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Version: 3.2.14.0

Prepare the Testing Environment (AWS EKS)

You can also visit the publicly accessible performance benchmark repository. This repository documents in detail all the resource deployment configurations used for testing as well as the specific configuration information for each test scenario.

Prerequisites

Create Cluster

  1. Add a new cluster in AWS EKS:

create cluster

  1. Configure the cluster. If you have not used the EKS service to configure a cluster service role before, you can create an EKS cluster role according to the document.

configuration cluster

  1. Configure network:

configuration cluster networks

  1. Configure observability:

configuration observability

  1. Configure plugin:

configuration cluster plugin

  1. Create cluster:

wait cluster creating

Add Node

Create Key Pairs (Optional)

After configuring Key Pairs in the node, you can log in to the node directly. If you already have Key Pairs, you can skip the step of creating key pairs.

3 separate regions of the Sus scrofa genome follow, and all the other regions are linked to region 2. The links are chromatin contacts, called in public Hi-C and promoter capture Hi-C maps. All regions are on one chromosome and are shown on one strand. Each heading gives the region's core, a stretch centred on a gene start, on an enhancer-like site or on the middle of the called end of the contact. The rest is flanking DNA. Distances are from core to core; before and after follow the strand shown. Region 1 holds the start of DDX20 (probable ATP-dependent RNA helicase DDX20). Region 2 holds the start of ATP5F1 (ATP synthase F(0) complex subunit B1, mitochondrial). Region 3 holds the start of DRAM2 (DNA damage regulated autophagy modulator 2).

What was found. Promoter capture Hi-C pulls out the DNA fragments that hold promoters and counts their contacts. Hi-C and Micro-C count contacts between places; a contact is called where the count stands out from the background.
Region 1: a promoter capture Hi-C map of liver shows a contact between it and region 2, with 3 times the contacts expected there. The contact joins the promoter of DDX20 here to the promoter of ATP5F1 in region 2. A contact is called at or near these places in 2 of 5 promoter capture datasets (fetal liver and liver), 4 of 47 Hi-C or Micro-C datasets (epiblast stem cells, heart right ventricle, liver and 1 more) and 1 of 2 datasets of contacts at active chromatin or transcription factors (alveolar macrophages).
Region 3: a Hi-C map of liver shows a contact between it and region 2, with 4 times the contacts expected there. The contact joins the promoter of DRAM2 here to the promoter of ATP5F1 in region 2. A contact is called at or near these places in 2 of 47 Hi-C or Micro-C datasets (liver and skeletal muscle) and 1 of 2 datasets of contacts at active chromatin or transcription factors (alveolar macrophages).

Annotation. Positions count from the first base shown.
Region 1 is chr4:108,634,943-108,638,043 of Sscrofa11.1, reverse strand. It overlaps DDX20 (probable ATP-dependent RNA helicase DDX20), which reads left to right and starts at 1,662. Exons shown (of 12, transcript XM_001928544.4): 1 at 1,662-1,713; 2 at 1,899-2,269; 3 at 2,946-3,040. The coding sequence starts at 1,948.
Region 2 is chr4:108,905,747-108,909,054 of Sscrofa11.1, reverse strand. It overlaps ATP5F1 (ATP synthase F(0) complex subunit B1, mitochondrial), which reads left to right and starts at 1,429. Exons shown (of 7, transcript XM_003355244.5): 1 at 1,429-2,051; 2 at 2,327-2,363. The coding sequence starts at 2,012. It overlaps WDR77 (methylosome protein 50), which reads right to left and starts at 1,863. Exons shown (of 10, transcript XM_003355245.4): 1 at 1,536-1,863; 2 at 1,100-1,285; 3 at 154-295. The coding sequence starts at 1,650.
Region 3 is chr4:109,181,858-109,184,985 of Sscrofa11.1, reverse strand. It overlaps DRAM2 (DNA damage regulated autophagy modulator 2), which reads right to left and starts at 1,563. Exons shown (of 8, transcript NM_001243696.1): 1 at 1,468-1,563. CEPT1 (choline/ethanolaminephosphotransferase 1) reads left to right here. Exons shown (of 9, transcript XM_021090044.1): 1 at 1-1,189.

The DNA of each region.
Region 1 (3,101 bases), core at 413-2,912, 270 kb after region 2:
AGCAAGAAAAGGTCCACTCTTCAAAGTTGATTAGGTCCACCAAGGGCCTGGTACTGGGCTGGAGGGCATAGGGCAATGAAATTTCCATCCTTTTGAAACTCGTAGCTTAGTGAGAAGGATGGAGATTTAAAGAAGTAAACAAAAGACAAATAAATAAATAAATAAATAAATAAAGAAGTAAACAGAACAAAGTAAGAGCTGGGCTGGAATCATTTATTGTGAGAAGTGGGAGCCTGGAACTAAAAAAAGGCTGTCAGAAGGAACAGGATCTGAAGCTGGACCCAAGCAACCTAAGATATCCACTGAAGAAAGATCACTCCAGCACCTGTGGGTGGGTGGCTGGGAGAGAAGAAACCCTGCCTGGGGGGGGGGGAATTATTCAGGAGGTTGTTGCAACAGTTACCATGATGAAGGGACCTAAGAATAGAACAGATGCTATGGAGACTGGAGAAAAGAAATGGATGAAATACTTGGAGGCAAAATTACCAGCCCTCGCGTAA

1. Select "EC2" in the AWS console, enter the EC2 interface, click "Key Pairs" on the left, and click "Create key pair" on the right.

create key pairs

  1. Set key pairs name:

configuration key pairs

  1. Create a key pair. At this time, the browser will automatically download the key pair. This should be saved so that you can use the command to log in to node later.

create key pairs success

Create Node Groups

You will be adding 3 node groups, in which you will deploy API7 EE, NGINX upstream, and wrk2 to different node groups respectively.

Note: If you have not created an EKS Node Role before, you need to create it first. The steps are similar to the process of creating a cluster service role in EKS. See Amazon EKS node IAM role for more details.

  1. Select Compute and click Add node group.

add node group

  1. Configure node group details, such as name and node IAM role.

configure node group details

  1. Select Amazon Linux2 (AL2_x86_64) as the AMI type and c5.4xlarge as the instance type.

configuration EC2

  1. Configure network. If you need to SSH into to the node, configure the node remote access control accordingly.

configuration networks

  1. Repeat the above steps to create 3 Nodes named: api7ee, upstream, wrk2

node info

Configure AWS CLI

  1. Enable kubectl to communicate with the cluster previously created by adding a new context to the kubectl config file. See Creating an Amazon EKS cluster for more details.